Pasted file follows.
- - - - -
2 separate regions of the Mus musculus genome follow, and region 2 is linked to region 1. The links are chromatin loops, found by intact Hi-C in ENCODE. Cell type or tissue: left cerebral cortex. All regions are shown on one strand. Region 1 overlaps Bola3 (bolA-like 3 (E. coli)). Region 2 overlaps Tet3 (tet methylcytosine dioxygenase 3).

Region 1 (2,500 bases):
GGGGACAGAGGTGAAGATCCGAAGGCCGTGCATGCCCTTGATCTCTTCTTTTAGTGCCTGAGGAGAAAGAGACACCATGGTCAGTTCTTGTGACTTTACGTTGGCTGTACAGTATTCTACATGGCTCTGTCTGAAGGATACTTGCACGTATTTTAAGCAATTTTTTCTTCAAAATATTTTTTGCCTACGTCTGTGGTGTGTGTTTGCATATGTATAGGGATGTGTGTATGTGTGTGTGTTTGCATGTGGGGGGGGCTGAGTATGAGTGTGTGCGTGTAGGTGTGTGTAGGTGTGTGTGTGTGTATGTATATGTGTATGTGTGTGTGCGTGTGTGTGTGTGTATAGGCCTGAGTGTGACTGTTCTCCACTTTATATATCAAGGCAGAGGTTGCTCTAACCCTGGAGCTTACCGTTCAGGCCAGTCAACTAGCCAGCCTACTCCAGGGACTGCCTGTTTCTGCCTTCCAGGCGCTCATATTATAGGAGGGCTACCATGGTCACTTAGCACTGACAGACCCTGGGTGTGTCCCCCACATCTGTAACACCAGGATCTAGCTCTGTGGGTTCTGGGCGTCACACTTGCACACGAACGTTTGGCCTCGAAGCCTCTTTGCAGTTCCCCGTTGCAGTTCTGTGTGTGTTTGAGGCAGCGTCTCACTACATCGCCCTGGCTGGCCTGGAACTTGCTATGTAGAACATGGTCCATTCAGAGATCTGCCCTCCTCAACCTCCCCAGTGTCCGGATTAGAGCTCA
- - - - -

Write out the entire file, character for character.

2 separate regions of the Mus musculus genome follow, and region 2 is linked to region 1. The links are chromatin loops, found by intact Hi-C in ENCODE. Cell type or tissue: left cerebral cortex. All regions are shown on one strand. Region 1 overlaps Bola3 (bolA-like 3 (E. coli)). Region 2 overlaps Tet3 (tet methylcytosine dioxygenase 3).

Region 1 (2,500 bases):
GGGGACAGAGGTGAAGATCCGAAGGCCGTGCATGCCCTTGATCTCTTCTTTTAGTGCCTGAGGAGAAAGAGACACCATGGTCAGTTCTTGTGACTTTACGTTGGCTGTACAGTATTCTACATGGCTCTGTCTGAAGGATACTTGCACGTATTTTAAGCAATTTTTTCTTCAAAATATTTTTTGCCTACGTCTGTGGTGTGTGTTTGCATATGTATAGGGATGTGTGTATGTGTGTGTGTTTGCATGTGGGGGGGGCTGAGTATGAGTGTGTGCGTGTAGGTGTGTGTAGGTGTGTGTGTGTGTATGTATATGTGTATGTGTGTGTGCGTGTGTGTGTGTGTATAGGCCTGAGTGTGACTGTTCTCCACTTTATATATCAAGGCAGAGGTTGCTCTAACCCTGGAGCTTACCGTTCAGGCCAGTCAACTAGCCAGCCTACTCCAGGGACTGCCTGTTTCTGCCTTCCAGGCGCTCATATTATAGGAGGGCTACCATGGTCACTTAGCACTGACAGACCCTGGGTGTGTCCCCCACATCTGTAACACCAGGATCTAGCTCTGTGGGTTCTGGGCGTCACACTTGCACACGAACGTTTGGCCTCGAAGCCTCTTTGCAGTTCCCCGTTGCAGTTCTGTGTGTGTTTGAGGCAGCGTCTCACTACATCGCCCTGGCTGGCCTGGAACTTGCTATGTAGAACATGGTCCATTCAGAGATCTGCCCTCCTCAACCTCCCCAGTGTCCGGATTAGAGCTCA